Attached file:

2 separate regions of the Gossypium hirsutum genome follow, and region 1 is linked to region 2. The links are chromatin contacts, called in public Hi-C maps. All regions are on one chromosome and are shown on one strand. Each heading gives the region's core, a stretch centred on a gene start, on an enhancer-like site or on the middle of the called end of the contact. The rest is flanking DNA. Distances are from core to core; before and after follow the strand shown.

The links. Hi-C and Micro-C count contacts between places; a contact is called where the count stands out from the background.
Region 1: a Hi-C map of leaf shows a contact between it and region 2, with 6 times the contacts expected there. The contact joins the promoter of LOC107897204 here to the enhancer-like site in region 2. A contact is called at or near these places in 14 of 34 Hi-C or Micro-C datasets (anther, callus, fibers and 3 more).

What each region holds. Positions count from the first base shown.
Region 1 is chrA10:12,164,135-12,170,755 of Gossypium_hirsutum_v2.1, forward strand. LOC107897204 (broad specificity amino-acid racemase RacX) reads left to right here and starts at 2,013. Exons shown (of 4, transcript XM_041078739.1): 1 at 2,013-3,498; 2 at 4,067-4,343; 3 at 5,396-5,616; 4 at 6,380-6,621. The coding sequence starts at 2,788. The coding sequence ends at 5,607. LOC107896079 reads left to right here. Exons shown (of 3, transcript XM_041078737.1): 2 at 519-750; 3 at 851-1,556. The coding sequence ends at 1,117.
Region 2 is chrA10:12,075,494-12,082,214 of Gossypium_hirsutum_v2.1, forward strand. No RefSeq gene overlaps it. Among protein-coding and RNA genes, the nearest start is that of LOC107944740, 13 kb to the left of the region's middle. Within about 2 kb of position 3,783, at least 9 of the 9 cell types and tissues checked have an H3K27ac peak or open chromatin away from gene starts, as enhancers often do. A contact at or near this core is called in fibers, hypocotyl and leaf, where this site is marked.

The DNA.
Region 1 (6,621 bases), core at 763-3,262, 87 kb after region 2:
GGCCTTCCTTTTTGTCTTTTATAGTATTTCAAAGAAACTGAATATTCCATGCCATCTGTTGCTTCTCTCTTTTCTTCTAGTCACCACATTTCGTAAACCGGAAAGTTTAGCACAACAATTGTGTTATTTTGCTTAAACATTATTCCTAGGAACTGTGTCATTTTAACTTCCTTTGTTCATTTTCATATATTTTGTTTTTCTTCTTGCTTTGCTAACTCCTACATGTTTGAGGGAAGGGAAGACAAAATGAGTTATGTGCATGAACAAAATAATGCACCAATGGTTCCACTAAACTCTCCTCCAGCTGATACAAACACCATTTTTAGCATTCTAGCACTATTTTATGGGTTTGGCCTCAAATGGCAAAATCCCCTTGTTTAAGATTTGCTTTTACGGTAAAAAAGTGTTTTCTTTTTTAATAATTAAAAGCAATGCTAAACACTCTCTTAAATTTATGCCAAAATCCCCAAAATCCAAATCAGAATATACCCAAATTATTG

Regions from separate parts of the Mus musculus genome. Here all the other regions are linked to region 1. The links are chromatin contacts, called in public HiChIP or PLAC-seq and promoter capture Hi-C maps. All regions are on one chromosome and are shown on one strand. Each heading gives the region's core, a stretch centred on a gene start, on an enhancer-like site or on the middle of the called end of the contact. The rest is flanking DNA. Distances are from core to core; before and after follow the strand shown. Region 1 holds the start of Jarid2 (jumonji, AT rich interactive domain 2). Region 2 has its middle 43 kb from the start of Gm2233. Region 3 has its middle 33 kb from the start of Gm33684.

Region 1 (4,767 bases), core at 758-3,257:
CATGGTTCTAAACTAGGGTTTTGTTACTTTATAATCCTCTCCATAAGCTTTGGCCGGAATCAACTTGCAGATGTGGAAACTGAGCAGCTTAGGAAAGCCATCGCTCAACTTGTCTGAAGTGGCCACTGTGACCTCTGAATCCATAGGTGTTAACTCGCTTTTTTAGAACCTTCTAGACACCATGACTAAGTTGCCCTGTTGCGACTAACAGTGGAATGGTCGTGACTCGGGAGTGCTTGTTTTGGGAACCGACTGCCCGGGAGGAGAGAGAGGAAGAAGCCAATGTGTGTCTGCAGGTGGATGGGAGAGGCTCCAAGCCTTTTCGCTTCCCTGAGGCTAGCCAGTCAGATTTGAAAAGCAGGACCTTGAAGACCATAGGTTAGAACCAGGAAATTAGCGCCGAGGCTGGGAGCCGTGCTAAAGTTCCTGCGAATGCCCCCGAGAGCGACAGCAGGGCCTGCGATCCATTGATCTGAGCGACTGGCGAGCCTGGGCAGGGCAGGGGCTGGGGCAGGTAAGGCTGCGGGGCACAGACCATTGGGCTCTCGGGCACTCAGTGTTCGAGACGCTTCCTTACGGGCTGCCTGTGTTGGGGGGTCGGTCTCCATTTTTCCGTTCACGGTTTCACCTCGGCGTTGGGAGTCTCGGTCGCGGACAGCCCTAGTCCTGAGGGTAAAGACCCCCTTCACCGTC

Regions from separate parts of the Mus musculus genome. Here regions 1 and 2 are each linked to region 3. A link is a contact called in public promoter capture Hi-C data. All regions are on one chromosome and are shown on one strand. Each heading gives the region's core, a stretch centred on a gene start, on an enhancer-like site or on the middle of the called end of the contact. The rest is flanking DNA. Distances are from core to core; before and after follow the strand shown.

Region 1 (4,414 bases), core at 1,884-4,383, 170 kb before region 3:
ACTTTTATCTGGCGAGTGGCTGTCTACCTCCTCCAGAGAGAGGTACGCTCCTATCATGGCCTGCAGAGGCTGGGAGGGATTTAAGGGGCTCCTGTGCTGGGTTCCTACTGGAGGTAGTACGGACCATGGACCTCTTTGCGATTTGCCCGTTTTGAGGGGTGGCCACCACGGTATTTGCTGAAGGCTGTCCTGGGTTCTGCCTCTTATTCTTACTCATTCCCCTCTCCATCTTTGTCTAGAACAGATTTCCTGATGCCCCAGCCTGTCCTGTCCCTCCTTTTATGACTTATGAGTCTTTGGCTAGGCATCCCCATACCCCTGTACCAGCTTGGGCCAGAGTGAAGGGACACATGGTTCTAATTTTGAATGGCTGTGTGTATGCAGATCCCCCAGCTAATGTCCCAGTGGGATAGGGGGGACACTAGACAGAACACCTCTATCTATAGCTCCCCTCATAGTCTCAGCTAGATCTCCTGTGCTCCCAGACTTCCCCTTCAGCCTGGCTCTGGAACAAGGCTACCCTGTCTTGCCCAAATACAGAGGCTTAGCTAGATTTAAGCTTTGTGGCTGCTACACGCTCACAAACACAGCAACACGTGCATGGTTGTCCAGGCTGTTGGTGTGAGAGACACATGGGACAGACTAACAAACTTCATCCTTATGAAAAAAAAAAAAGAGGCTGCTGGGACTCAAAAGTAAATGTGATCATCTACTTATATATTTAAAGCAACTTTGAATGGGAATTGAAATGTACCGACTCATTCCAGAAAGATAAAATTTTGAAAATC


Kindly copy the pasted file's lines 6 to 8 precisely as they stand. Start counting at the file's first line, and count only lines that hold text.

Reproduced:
Region 2 is chrA10:12,075,494-12,082,214 of Gossypium_hirsutum_v2.1, forward strand. No RefSeq gene overlaps it. Among protein-coding and RNA genes, the nearest start is that of LOC107944740, 13 kb to the left of the region's middle. Within about 2 kb of position 3,783, at least 9 of the 9 cell types and tissues checked have an H3K27ac peak or open chromatin away from gene starts, as enhancers often do. A contact at or near this core is called in fibers, hypocotyl and leaf, where this site is marked.

The DNA.
Region 1 (6,621 bases), core at 763-3,262, 87 kb after region 2: